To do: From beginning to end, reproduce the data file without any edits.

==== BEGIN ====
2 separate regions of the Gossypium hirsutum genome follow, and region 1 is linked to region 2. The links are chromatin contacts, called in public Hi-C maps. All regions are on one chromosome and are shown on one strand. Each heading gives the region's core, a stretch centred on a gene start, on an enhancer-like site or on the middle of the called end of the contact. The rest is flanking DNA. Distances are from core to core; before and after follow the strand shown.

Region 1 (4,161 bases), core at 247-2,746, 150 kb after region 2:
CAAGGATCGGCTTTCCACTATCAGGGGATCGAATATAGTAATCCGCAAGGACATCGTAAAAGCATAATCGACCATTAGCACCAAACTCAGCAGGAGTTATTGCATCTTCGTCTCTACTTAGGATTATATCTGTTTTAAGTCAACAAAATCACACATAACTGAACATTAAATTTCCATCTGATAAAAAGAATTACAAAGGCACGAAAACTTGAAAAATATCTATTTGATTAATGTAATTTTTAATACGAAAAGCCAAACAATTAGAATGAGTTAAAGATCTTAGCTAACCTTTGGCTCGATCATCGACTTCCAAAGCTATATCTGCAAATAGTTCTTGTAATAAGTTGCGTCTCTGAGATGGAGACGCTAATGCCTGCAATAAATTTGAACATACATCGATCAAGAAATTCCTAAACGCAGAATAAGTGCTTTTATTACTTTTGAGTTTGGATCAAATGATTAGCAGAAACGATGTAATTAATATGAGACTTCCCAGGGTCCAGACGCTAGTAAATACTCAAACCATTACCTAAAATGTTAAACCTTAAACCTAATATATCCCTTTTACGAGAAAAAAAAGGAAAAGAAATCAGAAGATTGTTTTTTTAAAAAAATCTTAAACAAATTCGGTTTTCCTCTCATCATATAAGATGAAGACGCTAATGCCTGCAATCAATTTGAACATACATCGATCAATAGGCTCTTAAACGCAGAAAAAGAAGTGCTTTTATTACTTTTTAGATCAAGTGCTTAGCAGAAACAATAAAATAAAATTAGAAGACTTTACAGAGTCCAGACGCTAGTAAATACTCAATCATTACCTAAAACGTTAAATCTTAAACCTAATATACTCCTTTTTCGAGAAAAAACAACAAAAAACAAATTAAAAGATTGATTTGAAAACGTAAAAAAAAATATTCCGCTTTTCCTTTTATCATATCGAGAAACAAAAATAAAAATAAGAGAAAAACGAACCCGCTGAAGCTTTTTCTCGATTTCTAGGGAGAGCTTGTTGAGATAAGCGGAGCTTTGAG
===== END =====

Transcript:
2 separate regions of the Gossypium hirsutum genome follow, and region 1 is linked to region 2. The links are chromatin contacts, called in public Hi-C maps. All regions are on one chromosome and are shown on one strand. Each heading gives the region's core, a stretch centred on a gene start, on an enhancer-like site or on the middle of the called end of the contact. The rest is flanking DNA. Distances are from core to core; before and after follow the strand shown.

Region 1 (4,161 bases), core at 247-2,746, 150 kb after region 2:
CAAGGATCGGCTTTCCACTATCAGGGGATCGAATATAGTAATCCGCAAGGACATCGTAAAAGCATAATCGACCATTAGCACCAAACTCAGCAGGAGTTATTGCATCTTCGTCTCTACTTAGGATTATATCTGTTTTAAGTCAACAAAATCACACATAACTGAACATTAAATTTCCATCTGATAAAAAGAATTACAAAGGCACGAAAACTTGAAAAATATCTATTTGATTAATGTAATTTTTAATACGAAAAGCCAAACAATTAGAATGAGTTAAAGATCTTAGCTAACCTTTGGCTCGATCATCGACTTCCAAAGCTATATCTGCAAATAGTTCTTGTAATAAGTTGCGTCTCTGAGATGGAGACGCTAATGCCTGCAATAAATTTGAACATACATCGATCAAGAAATTCCTAAACGCAGAATAAGTGCTTTTATTACTTTTGAGTTTGGATCAAATGATTAGCAGAAACGATGTAATTAATATGAGACTTCCCAGGGTCCAGACGCTAGTAAATACTCAAACCATTACCTAAAATGTTAAACCTTAAACCTAATATATCCCTTTTACGAGAAAAAAAAGGAAAAGAAATCAGAAGATTGTTTTTTTAAAAAAATCTTAAACAAATTCGGTTTTCCTCTCATCATATAAGATGAAGACGCTAATGCCTGCAATCAATTTGAACATACATCGATCAATAGGCTCTTAAACGCAGAAAAAGAAGTGCTTTTATTACTTTTTAGATCAAGTGCTTAGCAGAAACAATAAAATAAAATTAGAAGACTTTACAGAGTCCAGACGCTAGTAAATACTCAATCATTACCTAAAACGTTAAATCTTAAACCTAATATACTCCTTTTTCGAGAAAAAACAACAAAAAACAAATTAAAAGATTGATTTGAAAACGTAAAAAAAAATATTCCGCTTTTCCTTTTATCATATCGAGAAACAAAAATAAAAATAAGAGAAAAACGAACCCGCTGAAGCTTTTTCTCGATTTCTAGGGAGAGCTTGTTGAGATAAGCGGAGCTTTGAG